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MLB plans 60-game slate, shortest since 1878 as union balks

The MLBPA still has to agree on the start date and sign off on health and safety protocols.
Credit: AP Photo/John Raoux
Major League Baseball Commissioner Rob Manfred answers questions at a news conference during MLB baseball owners meetings in Orlando, Fla.

NEW YORK — Major League Baseball plans to unilaterally issue a 60-game schedule for its shortest season since 1878 after the players’ association rejected a negotiated deal of the same length, putting the sport on track for a combative and possibly unhappy return to the field amid the coronavirus pandemic.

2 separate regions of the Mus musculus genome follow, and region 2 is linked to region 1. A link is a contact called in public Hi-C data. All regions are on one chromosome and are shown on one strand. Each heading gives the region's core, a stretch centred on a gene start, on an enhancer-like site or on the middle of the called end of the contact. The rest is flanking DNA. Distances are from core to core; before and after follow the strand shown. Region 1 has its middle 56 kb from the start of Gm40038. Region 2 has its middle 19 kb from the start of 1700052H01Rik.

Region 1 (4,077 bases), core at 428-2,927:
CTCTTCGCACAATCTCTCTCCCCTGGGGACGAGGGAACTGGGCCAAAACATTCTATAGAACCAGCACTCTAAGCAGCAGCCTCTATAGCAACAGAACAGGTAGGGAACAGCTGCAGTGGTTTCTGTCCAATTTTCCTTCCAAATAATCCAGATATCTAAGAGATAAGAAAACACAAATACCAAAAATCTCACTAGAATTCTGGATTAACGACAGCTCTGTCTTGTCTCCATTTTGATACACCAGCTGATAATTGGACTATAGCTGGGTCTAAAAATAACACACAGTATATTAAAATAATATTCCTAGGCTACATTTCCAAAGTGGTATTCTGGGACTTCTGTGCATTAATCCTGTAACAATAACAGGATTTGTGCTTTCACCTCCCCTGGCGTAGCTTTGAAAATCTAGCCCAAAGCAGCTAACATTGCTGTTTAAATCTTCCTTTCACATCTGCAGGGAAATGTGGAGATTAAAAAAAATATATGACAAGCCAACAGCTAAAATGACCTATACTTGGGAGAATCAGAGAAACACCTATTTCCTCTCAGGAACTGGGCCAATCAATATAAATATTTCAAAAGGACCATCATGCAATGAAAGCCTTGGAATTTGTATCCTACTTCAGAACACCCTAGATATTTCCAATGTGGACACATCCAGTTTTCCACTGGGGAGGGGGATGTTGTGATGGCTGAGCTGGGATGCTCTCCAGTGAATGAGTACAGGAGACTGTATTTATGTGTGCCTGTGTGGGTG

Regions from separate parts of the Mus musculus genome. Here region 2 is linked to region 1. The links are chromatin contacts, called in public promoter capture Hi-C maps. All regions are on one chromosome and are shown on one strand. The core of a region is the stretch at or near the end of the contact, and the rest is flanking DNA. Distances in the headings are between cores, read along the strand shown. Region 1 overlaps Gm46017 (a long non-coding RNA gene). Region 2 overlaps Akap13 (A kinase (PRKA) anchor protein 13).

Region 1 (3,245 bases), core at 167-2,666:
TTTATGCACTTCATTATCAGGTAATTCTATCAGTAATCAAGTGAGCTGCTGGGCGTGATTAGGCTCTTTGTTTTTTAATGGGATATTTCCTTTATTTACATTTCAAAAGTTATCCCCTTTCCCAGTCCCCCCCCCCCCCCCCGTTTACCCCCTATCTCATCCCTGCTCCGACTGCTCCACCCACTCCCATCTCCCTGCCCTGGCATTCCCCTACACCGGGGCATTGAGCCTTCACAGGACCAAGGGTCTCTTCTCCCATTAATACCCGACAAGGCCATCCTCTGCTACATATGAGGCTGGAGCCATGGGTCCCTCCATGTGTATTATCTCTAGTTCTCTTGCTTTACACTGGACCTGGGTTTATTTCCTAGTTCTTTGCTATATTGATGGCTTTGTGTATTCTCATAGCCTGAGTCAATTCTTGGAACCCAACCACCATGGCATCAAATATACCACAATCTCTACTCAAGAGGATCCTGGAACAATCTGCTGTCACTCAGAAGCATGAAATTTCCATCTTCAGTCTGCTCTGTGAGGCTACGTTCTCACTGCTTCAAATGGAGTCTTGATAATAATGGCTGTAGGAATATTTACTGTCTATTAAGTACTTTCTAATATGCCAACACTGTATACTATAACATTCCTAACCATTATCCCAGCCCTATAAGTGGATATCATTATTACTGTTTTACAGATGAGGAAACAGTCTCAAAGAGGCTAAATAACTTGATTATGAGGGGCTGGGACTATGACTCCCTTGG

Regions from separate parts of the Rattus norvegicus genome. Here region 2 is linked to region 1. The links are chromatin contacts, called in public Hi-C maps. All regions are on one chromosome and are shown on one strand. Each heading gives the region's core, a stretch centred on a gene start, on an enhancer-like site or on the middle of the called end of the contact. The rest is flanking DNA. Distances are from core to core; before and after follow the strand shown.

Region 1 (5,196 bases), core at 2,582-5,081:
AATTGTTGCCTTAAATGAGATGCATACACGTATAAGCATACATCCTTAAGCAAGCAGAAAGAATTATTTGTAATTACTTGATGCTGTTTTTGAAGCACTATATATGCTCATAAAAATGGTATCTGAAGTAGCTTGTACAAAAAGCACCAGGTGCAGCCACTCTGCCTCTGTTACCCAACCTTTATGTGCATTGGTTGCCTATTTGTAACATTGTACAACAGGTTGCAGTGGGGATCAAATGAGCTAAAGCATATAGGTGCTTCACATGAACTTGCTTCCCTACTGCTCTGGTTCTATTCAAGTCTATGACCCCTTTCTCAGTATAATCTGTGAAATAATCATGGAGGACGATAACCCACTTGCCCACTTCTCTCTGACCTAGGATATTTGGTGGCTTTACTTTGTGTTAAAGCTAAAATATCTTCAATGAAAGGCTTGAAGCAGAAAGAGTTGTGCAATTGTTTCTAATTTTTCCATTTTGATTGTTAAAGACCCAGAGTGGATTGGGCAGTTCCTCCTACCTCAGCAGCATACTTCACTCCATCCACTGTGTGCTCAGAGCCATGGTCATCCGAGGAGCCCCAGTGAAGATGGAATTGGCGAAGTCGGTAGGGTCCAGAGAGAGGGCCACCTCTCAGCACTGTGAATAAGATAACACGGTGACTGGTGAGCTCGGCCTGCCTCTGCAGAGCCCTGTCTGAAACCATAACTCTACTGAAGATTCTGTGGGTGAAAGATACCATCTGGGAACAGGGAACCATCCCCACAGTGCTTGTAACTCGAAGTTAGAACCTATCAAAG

Six days after baseball Commissioner Rob Manfred and union head Tony Clark negotiated to expand the playoffs from 10 teams to 16, widen use of the designated hitter to National League games and introduce an experiment to start extra innings with a runner on second base, the deal was rejected by the union. 

The plan is for teams to report to spring training July 1, with the season scheduled to start the weekend of July 24-26. The MLBPA still has to agree on the start date and sign off on health and safety protocols.

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